Water

Depth of decay

The scenic Kodaikanal Lake is facing a range of threats—from the spread of Alligator weed to deteriorating water quality

 
By Madhu Ramnath
Last Updated: Thursday 17 December 2015
Illustration: Tarique Aziz
Illustration: Tarique Aziz Illustration: Tarique Aziz

The picturesque Kodaikanal Lake in Tamil Nadu has been making news recently for all the wrong reasons. In August this year, a Rs 9.30 crore proposal by the Fisheries Department to construct about 21 large fish tanks in the Gymkhana marsh, the main wetland that feeds the lake, was widely protested by local people, as it would not only stop inflow into the lake, but also adversely impact the ecology. The water flows down to several villages along its way to Palani in the plains. For much of the population downstream, this is their only source of drinking water. The Gymkhana marsh maintains the water supply to the lake. Public pressure led to the stalling of the fisheries project for the time being. However, there are other problems plaguing the lake.

An immediate threat is the Alligator weed (Alteranthera philoxeroides) that has infested the lake, especially near Bryant Park, the Carlton Hotel, the Boat Club, and the newly-built Ganesh Temple. Here, native aquatic plants such as Polygonum sp, and Rumex maritimus have been edged out by the weed. It is one of the world’s worst weeds, says the Australian government, because “of its invasiveness, potential for spread, and economic and environmental impacts”. They also warn that the weed has managed to survive despite various methods to control it, including mechanical, physical, chemical and biological.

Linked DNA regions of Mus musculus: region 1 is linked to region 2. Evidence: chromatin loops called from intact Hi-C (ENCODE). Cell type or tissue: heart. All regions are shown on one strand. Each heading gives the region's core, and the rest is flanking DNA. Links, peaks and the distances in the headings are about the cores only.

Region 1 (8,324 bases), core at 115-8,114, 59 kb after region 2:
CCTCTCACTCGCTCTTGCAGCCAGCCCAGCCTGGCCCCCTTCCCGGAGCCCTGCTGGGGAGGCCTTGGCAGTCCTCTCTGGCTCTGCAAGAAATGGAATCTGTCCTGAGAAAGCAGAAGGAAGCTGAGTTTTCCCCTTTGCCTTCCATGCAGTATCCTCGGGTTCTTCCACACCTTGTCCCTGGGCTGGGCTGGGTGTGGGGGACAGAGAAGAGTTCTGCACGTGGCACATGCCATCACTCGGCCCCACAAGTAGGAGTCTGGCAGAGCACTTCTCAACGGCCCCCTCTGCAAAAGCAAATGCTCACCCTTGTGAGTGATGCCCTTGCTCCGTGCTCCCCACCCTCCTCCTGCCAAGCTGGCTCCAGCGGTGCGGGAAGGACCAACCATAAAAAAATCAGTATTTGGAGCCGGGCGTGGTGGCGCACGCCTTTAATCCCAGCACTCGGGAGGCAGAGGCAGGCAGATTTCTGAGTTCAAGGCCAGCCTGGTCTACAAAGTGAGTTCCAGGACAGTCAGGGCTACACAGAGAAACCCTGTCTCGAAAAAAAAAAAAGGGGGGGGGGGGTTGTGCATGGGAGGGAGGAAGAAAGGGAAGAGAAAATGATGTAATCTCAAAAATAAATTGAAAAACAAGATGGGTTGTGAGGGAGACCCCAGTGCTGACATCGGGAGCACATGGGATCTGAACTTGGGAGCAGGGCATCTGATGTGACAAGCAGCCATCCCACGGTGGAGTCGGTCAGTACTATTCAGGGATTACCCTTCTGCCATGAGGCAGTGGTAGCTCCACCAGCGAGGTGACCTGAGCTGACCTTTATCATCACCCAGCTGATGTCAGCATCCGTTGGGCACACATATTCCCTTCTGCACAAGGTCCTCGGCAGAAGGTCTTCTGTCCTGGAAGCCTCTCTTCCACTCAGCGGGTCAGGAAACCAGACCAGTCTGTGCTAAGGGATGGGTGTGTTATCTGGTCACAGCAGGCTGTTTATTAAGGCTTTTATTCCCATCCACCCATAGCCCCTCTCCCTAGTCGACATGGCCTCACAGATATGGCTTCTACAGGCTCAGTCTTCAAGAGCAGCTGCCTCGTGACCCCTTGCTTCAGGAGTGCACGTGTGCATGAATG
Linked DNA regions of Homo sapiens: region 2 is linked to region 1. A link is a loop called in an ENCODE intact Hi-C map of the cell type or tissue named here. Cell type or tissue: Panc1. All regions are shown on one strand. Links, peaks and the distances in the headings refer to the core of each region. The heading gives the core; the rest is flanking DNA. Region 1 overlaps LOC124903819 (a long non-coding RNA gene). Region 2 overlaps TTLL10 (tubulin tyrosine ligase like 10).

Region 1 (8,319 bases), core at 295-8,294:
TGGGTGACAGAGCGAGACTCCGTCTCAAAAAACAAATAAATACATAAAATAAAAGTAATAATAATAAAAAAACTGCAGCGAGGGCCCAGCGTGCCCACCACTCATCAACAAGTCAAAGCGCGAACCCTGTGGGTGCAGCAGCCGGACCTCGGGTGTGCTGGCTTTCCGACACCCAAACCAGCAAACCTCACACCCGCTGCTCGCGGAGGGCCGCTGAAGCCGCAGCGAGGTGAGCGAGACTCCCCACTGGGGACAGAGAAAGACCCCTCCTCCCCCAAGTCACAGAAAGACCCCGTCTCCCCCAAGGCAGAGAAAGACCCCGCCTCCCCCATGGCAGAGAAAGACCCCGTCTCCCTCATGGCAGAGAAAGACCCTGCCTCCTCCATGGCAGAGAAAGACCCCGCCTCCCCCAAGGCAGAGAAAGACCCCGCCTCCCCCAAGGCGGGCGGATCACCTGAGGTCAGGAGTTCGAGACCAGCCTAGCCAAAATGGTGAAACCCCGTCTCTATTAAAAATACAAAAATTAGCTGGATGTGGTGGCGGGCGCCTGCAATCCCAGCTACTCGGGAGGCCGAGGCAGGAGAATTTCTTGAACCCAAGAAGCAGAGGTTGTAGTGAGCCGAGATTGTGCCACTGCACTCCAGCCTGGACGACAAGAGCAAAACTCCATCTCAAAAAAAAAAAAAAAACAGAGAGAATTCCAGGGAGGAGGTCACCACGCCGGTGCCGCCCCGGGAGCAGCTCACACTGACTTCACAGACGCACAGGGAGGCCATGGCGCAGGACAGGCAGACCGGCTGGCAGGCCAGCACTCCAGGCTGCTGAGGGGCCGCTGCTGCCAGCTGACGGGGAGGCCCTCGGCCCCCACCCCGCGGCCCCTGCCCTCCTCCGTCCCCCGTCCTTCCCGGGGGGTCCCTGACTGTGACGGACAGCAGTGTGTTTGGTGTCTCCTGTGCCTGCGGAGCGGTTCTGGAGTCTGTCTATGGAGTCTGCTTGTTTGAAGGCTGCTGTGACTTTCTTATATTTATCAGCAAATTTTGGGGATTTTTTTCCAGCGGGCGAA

Originally from south America, the weed thrives in polluted water. Sewage outlets directly drain into the lake without any filtering. Other sources of waste like faecal matter from humans, horses and cattle, broken and abandoned fibre-glass boats, plastic trash, empty bottles and left-over food by tourists are affecting the water quality.

Deteriorating water quality

The dissolved oxygen (DO) level, which is critical for aquatic life, is way below normal levels in all layers of the lake—surface, middle and bottom. According to a study by ENVIS Centre at CPR Environ-ment Education Centre, (CPREEC), Chennai, DO levels at the bottom and middle layers were 2.4 mg/l and 3.5 mg/l respectively in 2009, perhaps due to the high turbidity caused by dysfunctional silt traps. For a healthy aquatic life, the DO level should be above five mg/l.

Tests on the lake stream going down to Palani have also shown equally dismal results. A study by St Olaf College, USA in 2014 found that faecal coliforms, especially Esch-serichia coli at eight different sites in the Palar stream and reservoir were way above the permissible levels—780-1,100 CFU/ml (colony-forming units), when the permissible level, according to the US Environ-ment Protection Agency (USEPA), is below 2 CFU/ml. In the Palar region, it is between 93-550 times more than the permissible level. The Nephe-lometric Turbidity Unit (NTU) levels were between 23-25 NTU, when the accepted limits are between five to 10 NTU, as prescribed by the Govern-ment of Tamil Nadu.